That dream would not be fulfilled, however. Instead, he threw two fourth-quarter interceptions – one returned for the go-ahead touchdown and the other sealing the outcome – in a 21-14 loss to the Tigers.
The phrase "bitter disappointment" doesn't begin to capture his feelings.
"It's tough to deal with," he said recently. "Any time you invest that much time into it and things don't turn out the way you want them to, it's obviously difficult."
The 6-6, 220-pound senior is no stranger to adversity, however. After a spectacular freshman year, he endured the mother of all sophomore jinxes, losing the first-team QB job to Rick Clausen twice during a tumultuous 2005 season that produced a 5-6 record.
Ainge bounced back from the difficulties of 2005, though, and he is convinced he will bounce back from his ill-fated finish vs. LSU, as well.
"I can put things into perspective pretty well," he said. "I just told myself, ‘At least I've got one more game.' If that had been the last game I got to play as a Volunteer that would've been difficult. I have the attitude ‘Well, we've got another game. I've got to go out and accomplish some good things.'"
Although his final regular-season performance was very discouraging, the support of his teammates was very encouraging. Many of his fellow Vols have rallied around him in a big way.
"It makes you feel good," he said. "I would do the same for them. We'd do the same for the coaches. We all do that for each other."
Although Ainge hopes to play well in Tennessee's upcoming Outback Bowl meeting with Wisconsin, he does not view the game as an opportunity to redeem himself for the poor outing vs. LSU. Nor does he view the Wisconsin game as an opportunity for tailback Arian Foster to redeem himself for a costly fumble he lost in the fourth quarter of last year's Outback Bowl loss to Penn State.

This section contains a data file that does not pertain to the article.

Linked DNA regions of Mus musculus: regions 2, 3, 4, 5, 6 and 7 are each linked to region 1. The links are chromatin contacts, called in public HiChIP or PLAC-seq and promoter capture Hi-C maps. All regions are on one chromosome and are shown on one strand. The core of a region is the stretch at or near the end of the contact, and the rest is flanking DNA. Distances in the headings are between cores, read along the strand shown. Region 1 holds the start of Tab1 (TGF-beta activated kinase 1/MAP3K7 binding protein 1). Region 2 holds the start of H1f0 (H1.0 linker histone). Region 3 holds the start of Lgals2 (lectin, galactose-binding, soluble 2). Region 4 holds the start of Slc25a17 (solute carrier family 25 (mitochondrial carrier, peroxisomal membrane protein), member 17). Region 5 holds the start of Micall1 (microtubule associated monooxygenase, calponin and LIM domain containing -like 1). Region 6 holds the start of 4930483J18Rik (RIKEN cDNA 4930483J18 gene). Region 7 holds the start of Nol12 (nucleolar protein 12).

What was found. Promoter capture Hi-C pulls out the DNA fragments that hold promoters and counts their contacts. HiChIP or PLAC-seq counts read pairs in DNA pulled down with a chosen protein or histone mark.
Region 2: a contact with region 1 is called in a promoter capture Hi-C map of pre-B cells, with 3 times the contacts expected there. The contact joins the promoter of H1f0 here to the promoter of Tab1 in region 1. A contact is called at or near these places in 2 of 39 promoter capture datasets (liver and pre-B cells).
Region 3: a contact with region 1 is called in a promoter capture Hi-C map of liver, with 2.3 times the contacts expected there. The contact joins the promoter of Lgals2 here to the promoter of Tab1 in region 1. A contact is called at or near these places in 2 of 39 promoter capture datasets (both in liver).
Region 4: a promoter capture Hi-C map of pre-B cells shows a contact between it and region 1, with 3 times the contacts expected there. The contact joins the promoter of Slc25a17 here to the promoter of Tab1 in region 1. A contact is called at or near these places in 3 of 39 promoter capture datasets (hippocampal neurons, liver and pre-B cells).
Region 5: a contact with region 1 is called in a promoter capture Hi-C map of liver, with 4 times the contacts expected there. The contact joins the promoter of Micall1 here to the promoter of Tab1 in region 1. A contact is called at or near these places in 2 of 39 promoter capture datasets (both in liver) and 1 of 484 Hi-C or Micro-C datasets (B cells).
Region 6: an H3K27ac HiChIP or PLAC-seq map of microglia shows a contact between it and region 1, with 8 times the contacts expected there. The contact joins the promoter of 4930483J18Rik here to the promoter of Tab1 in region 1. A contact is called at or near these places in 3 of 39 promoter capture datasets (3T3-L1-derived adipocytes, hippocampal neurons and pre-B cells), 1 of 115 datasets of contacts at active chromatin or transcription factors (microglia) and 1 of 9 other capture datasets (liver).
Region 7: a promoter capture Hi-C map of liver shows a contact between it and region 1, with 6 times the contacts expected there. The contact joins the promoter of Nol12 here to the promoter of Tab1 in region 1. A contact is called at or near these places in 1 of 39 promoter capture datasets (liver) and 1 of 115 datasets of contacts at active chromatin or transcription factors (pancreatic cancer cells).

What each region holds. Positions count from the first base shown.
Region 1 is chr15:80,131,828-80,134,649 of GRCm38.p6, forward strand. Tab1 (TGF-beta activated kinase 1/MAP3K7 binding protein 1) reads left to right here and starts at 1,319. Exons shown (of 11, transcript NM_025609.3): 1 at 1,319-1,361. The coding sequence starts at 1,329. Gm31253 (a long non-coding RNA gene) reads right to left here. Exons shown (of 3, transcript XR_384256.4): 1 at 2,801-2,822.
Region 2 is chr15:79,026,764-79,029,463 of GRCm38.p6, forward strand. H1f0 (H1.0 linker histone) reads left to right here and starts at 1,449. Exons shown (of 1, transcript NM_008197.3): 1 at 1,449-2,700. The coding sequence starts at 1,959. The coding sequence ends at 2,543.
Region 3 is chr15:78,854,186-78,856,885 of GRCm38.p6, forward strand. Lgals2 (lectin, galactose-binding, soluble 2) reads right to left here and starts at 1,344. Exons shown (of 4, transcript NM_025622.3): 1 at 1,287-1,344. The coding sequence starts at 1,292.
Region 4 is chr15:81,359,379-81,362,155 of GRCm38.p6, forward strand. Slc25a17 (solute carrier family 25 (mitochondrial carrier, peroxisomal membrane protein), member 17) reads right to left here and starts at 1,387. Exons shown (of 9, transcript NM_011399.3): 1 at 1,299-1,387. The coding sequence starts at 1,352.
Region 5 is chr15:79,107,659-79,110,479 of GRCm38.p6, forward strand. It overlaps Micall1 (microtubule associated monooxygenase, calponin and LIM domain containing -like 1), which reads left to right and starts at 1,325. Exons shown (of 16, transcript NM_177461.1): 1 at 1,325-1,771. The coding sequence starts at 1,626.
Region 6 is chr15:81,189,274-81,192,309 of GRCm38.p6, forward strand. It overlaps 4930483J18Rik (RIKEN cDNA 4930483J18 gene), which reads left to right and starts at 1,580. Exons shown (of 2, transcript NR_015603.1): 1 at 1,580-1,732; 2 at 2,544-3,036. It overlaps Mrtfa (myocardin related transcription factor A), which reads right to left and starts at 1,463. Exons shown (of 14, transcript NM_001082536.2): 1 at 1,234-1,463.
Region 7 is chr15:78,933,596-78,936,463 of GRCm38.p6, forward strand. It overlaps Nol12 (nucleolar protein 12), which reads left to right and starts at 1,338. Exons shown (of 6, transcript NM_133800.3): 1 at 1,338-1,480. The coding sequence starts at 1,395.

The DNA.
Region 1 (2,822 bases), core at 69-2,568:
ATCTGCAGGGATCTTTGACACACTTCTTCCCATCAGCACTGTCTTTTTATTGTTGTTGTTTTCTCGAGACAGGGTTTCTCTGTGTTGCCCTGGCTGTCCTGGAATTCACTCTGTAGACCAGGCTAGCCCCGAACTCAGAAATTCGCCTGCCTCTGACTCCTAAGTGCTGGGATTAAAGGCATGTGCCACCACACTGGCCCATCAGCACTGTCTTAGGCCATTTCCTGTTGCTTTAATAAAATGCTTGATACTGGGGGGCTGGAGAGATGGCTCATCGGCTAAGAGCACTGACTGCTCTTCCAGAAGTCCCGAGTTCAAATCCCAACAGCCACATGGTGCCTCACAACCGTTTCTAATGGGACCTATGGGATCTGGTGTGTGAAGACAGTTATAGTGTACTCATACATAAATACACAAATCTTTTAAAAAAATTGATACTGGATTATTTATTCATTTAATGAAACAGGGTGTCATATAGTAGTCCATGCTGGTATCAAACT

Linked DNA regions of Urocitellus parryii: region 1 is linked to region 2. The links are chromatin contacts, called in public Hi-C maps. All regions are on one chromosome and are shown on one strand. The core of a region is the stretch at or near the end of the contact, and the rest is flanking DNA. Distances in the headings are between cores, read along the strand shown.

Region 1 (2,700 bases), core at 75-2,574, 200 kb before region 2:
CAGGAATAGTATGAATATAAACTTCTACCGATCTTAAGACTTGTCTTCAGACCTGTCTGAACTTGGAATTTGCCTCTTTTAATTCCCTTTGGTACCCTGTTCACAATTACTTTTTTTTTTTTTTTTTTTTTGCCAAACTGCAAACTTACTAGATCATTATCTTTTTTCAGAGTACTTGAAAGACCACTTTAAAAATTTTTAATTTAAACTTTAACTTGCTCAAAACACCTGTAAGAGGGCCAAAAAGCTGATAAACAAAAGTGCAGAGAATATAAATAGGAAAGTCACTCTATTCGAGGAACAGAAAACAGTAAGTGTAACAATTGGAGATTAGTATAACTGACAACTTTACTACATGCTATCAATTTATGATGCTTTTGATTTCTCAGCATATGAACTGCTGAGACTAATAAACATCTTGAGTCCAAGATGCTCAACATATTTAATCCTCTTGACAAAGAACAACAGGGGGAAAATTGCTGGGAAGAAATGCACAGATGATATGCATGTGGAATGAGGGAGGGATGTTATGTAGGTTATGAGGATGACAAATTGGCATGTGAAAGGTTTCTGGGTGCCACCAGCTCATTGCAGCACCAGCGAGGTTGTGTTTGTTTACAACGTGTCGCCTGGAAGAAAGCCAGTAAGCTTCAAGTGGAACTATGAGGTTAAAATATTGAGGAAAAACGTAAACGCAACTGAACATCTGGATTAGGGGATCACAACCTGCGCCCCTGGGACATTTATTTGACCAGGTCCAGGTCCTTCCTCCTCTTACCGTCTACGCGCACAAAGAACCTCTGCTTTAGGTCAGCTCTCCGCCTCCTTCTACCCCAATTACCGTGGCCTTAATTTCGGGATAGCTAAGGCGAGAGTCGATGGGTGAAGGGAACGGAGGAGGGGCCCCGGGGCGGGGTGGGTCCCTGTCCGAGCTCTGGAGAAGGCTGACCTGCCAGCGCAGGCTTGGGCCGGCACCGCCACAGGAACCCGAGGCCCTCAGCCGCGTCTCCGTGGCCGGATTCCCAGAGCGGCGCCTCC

"People talk about Arian fumbling in last year's game and this being a chance for him to redeem himself," Ainge said. "I've had that question a bunch. None of us even think about that until someone asks the question. It's really not that big of a deal for us."
Offensive coordinator David Cutcliffe figured Ainge would take the SEC Championship Game loss to LSU hard, and he was right.
"He felt like I did ... really bad," Cutcliffe recalled. "I told him 'That's pretty normal. You're supposed to feel bad. It hurts.' Sometimes we all get too much credit in this sport and business. Sometimes that's good – most times it's good – but sometimes it's not good."
Some observers suggest that Ainge's poor finish vs. LSU damaged his legacy. The Vols' head coach vehemently disagrees.
"To say that was Erik's legacy; that's not the case," Phillip Fulmer said. "Erik has done extremely well for us. We wouldn't have been in the championship game in '04 if it hadn't been for Erik. He had a fantastic junior year, a fantastic senior year. I don't think you define his legacy by a throw at the end of a ball game at all."
Immediately after the LSU game Ainge tried to shoulder all of the blame for the loss. His teammates wouldn't let him. Nor would his coach.
"He tried to take all the blame," Fulmer said, "but there was nearly 140 plays in that ball game, and any of them could've made a difference in the ball game."
As disappointing as the loss to LSU was, Ainge can still end his college career on a positive note by refocusing and guiding Tennessee to an Outback Bowl victory. Cutcliffe watched the senior QB closely in the Vols' first pre-bowl workout to see if Ainge appeared ready to go out with a bang or a whimper. The coordinator liked what he saw.
"He was great," Cutcliffe recalled. "He got energized. I asked him to do some study of Wisconsin. He did and got energized. You could see a different Erik Ainge."